As vote looms, Matheny’s company involved with solid waste proposer
Three former Greensboro mayors — Keith Holliday, Yvonne Johnson and Carolyn Allen — gathered at the White Street Landfill last week to speak out against reopening it to household waste. (photo by Quentin L. Richardson)
The employer of a Greensboro City Council member is involved in an investing partnership with a local demolition company whose CEO and president are part of venture seeking to reopen the White Street Landfill to municipal solid waste. The council will vote on an option for disposing of the city’s solid waste this spring.
Zack Matheny, who represents District 3 on the council, joined Steven D. Bell & Co. in 2008 and serves as the company’s director of investor relations. DH Griffin Sr. and David Griffin Jr., respectively the CEO and president of Greensboro-based DH Griffin Cos., are investors in MRR Southern LLC, the principal contract party in Gate City Waste Services. The latter company is among five qualified proposers seeking to handle the city’s solid waste disposal.
In 2008, Steven D. Bell & Co. announced an investment partnership with DH Griffin Cos., Jacoby Development and “a Ted- Turner-family entity” to spend about $100 million to redevelop an old Ford site adjacent to Hartsfield-Jackson Atlanta International Airport. The project has come to be known as the “aerotropolis.”
“DH Griffin and Bell Partners are in a joint venture together,” said Durant Bell, a principal with the company. “Jacoby Group is the developer. DH Griffin and Bell are equity investors.”
The company has since been renamed Bell Partners.
“That was a deal we entered into with DH Griffin,” Matheny said. “It was done before me joining my company. I’m not involved in that deal. I will not profit or have to pay, depending on what happens with that deal.”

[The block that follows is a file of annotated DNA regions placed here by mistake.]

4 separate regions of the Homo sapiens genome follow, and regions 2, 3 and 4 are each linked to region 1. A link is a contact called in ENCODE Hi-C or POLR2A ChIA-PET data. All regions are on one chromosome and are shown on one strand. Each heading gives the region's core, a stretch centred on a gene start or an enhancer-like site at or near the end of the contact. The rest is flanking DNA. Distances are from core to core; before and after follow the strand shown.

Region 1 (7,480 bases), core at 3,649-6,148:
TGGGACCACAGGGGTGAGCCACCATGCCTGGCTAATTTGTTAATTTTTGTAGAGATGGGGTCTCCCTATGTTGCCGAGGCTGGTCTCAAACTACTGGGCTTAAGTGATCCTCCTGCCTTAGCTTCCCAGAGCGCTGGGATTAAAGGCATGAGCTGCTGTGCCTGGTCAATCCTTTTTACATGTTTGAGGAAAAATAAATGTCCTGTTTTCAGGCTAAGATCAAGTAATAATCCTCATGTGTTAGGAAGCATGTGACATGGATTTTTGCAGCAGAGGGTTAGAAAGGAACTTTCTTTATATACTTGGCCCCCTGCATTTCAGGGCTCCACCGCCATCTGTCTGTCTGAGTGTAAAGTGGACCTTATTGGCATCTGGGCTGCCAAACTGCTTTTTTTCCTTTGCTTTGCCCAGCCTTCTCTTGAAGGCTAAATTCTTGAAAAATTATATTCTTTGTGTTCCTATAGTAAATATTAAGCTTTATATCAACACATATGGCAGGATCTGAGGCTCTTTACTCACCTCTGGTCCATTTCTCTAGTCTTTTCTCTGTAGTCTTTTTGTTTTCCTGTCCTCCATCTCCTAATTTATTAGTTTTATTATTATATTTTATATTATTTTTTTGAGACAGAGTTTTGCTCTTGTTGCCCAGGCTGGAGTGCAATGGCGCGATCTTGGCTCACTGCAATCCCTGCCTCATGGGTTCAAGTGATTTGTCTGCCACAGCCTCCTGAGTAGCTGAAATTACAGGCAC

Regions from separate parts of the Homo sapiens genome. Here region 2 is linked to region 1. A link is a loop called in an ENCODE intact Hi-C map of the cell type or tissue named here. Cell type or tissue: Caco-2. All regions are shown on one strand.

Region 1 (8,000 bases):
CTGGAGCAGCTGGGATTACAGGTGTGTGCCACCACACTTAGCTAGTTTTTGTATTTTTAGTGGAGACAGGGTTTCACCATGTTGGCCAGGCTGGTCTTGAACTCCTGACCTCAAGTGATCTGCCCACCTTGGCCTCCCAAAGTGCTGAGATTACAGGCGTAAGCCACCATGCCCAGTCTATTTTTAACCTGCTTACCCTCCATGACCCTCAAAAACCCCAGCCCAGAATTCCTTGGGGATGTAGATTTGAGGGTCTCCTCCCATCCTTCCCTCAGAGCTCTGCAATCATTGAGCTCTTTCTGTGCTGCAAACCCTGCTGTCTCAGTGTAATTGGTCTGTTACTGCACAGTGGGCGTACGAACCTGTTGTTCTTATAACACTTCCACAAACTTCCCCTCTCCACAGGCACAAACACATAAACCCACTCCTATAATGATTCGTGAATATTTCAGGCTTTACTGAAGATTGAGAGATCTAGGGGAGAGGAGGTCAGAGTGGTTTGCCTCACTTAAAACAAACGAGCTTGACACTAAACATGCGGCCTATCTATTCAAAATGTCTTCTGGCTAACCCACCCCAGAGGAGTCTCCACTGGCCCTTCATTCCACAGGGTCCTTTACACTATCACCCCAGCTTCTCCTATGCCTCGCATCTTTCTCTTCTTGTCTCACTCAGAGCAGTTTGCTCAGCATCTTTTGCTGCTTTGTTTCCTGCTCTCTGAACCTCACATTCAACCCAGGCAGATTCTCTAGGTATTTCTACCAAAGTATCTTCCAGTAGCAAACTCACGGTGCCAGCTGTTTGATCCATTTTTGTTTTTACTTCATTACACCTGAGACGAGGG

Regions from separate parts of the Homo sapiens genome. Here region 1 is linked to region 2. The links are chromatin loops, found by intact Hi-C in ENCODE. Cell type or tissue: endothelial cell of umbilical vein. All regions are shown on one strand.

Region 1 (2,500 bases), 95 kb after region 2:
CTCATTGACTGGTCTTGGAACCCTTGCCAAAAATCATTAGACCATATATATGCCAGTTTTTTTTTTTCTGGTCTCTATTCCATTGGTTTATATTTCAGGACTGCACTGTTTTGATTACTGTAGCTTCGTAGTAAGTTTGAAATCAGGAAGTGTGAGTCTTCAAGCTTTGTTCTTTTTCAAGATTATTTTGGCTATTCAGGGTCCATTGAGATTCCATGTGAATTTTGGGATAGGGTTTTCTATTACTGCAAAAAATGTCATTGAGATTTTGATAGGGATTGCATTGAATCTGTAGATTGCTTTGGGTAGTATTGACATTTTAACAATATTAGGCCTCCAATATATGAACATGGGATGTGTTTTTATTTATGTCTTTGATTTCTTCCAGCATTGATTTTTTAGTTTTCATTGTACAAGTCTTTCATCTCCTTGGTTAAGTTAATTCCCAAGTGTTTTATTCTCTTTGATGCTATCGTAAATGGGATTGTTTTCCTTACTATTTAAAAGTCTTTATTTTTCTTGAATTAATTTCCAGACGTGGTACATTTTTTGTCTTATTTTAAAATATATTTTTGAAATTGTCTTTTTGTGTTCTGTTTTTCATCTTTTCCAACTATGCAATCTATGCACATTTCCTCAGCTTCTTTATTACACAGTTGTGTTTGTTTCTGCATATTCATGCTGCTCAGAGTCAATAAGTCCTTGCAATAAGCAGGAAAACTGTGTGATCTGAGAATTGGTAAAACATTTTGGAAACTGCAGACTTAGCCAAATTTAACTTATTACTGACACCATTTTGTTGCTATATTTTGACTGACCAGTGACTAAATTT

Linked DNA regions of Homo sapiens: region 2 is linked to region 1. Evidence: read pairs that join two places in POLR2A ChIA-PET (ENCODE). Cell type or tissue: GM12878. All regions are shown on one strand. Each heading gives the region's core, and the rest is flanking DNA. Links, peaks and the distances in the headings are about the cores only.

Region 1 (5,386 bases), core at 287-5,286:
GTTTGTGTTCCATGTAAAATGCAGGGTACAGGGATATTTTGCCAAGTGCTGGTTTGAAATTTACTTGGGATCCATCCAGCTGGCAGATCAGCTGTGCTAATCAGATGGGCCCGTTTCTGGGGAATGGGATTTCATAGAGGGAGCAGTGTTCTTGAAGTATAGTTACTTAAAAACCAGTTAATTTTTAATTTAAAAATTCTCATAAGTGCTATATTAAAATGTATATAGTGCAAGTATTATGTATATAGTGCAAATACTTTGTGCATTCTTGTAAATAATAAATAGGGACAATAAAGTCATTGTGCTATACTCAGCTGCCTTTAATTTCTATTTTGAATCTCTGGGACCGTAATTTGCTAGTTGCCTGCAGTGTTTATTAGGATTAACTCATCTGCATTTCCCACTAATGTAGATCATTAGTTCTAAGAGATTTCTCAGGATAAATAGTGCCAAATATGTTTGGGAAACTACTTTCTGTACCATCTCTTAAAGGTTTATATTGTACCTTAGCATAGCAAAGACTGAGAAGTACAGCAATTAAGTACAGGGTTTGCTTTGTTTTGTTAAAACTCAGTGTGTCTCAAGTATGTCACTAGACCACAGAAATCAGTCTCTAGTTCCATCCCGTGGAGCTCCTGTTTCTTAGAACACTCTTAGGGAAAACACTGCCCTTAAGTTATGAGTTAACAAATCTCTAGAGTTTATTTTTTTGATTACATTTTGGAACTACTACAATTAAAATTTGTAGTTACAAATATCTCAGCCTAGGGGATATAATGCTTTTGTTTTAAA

Matheny said his work has to do with recruiting people to invest in “Fund 3” and “Fund 4,” which he described as “private real estate investment opportunities,” adding that he believes the aerotropolis is financed through “Bell Fund 2.”
Assistant City Manager Denise Turner indicated on Tuesday that the city’s legal department would not respond to an inquirty from YES! Weekly as to whether the investing relationship comprises a conflict of interest and might prevent Matheny from voting on the solid waste decision.
Last June, the city council approved a new policy on conflicts of interest prohibiting “officers, employees or agents from participating
in the selection, award or administration of any contract where a conflict of interest is involved or may exist, whether real or apparent.” A written policy sent out to council members by City Manager Rashad Young elaborated, “The city charter and North Carolina state law prohibits city officers, employees and agents from voting upon or otherwise participating in the selection, award or administration of contracts in which they have a direct or indirect financial interest.”